and mass consumption of fancy shopping centers than many non-Spanish-speaking Puerto
Ricans in the United States living segregated in urban ghettos" (142).2 His findings are
important for it reminds scholars that we cannot possibly define Puerto Rican identity in absolute
terms and even though the core culture of what it means to be Puerto Rican remains and it is
transmitted from one generation to another, this identity is always evolving and being negotiated
in their daily lives. Interestingly for mainlanders to be Puerto Rican is not only about choosing a
color in the black-white racial dichotomy in the U.S., but it has become a race in itself.
Furthermore, as it was discussed throughout the chapter, by asserting their Puerto Rican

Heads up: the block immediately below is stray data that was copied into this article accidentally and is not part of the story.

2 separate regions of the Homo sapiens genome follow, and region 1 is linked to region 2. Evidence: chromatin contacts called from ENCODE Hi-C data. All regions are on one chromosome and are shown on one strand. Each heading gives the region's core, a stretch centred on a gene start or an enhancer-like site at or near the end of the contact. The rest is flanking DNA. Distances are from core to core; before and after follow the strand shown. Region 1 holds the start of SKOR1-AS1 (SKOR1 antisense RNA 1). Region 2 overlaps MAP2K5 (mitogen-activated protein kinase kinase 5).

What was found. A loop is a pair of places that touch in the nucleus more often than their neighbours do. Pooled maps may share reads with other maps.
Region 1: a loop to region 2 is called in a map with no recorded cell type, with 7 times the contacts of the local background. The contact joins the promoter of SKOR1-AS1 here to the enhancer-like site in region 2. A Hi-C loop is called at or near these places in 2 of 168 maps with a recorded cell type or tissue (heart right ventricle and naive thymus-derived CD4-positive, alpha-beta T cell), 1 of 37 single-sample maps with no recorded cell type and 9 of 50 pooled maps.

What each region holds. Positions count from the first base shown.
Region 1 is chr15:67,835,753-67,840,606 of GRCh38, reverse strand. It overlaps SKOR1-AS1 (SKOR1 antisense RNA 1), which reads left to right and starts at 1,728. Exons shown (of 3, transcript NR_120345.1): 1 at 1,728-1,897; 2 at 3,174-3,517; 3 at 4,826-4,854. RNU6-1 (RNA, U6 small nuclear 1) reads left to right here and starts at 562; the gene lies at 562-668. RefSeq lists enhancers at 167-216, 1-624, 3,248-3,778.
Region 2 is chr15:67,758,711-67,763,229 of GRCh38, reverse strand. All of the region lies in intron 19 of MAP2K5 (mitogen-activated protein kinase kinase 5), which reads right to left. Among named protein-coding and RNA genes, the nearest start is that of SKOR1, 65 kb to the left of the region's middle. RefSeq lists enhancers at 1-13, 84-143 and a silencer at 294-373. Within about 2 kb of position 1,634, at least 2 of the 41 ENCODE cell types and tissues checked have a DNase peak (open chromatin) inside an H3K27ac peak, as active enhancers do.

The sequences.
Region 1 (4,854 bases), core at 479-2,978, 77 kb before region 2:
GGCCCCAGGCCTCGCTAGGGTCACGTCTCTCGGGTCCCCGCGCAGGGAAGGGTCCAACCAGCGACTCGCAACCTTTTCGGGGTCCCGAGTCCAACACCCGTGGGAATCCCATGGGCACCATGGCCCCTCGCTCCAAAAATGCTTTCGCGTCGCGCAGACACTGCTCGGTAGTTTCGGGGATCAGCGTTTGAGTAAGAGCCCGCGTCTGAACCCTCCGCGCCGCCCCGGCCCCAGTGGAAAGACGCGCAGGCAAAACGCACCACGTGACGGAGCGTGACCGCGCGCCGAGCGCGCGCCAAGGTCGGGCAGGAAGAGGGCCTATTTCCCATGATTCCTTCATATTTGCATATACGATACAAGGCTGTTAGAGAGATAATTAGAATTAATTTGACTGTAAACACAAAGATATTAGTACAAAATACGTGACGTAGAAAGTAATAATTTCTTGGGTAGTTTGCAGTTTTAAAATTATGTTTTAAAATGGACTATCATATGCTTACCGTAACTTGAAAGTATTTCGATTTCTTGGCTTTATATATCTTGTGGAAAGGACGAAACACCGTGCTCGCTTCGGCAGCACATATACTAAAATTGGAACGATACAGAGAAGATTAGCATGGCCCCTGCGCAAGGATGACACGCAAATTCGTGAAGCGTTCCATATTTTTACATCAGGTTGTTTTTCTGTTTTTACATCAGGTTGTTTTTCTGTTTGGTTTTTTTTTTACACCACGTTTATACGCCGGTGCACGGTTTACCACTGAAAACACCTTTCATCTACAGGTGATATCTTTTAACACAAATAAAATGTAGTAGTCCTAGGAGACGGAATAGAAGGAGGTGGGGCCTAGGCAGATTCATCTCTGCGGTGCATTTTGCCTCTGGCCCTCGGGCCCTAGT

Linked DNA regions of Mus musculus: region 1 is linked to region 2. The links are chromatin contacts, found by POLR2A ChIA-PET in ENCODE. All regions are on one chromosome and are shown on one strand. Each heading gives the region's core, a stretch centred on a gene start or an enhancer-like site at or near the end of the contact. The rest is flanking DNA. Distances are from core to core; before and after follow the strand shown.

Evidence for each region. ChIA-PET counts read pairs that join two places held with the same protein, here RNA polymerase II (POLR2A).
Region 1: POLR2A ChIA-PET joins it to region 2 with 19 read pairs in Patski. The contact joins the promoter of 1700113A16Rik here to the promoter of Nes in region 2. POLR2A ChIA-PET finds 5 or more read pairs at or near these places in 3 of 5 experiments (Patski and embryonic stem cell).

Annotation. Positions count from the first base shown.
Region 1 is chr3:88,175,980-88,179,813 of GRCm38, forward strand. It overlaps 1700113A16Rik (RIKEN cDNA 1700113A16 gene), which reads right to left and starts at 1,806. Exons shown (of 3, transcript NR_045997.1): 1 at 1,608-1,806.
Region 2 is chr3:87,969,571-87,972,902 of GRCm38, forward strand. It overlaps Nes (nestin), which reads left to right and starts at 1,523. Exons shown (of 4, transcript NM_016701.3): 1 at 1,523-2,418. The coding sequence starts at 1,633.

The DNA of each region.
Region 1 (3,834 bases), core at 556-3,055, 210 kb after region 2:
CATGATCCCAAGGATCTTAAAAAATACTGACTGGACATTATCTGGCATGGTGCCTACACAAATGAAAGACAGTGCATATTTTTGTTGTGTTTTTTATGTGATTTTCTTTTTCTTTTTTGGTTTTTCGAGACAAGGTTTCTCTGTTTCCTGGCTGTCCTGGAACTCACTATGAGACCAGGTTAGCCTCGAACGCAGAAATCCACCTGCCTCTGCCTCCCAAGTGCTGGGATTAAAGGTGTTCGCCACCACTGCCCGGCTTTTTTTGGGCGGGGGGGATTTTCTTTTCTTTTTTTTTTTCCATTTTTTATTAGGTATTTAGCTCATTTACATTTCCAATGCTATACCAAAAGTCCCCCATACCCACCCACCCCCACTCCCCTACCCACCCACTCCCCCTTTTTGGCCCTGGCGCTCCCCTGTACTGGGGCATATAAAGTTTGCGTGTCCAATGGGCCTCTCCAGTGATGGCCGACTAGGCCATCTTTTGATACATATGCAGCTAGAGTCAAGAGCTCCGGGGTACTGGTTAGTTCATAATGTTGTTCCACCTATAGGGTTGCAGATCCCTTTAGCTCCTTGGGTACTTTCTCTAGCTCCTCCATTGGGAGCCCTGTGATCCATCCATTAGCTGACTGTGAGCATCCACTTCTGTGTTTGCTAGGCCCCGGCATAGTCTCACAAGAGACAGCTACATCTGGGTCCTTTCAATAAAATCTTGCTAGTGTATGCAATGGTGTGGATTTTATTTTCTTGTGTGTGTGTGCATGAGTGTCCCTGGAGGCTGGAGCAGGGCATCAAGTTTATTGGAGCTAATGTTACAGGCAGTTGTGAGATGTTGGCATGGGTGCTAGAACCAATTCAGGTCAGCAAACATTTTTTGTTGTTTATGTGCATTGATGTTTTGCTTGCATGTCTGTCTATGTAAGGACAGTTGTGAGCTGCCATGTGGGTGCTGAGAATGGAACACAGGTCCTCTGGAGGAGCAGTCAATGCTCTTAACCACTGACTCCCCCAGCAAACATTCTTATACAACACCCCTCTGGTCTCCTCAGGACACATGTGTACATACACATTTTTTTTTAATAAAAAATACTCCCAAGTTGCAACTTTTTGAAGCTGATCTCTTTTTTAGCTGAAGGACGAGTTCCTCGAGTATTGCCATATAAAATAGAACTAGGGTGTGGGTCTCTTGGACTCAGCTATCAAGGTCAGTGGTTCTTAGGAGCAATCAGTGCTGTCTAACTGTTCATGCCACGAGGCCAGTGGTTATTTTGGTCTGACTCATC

identity, Puerto Ricans on the mainland attempt to first, differentiate themselves from African-
Americans to avoid carrying similar stigmas of oppression and prejudice; and secondly, it
provides a sense of belonging as they are viewed as "the other" in the American social imaginary
and as such they are rej ected even though they are fellow American citizens.
SInterestingly, in Puerto Rico, blackness is displaced onto specific marginal populations, like
Dominicans or Puerto Rican return migrants, rather than deployed as inherent to Puerto
Ricanness (cf. (Ramos-Zayas, 2003:.261).
2 See Ana Y. Ramos-Zayas (2003) study pages 147-152.
PUERTO RICAN CHICAGO
Puerto Rican migration to the city of Chicago during the 1930s and 1940s was
encouraged by the de-industrialization of manufacturing in cities such as New York as well as by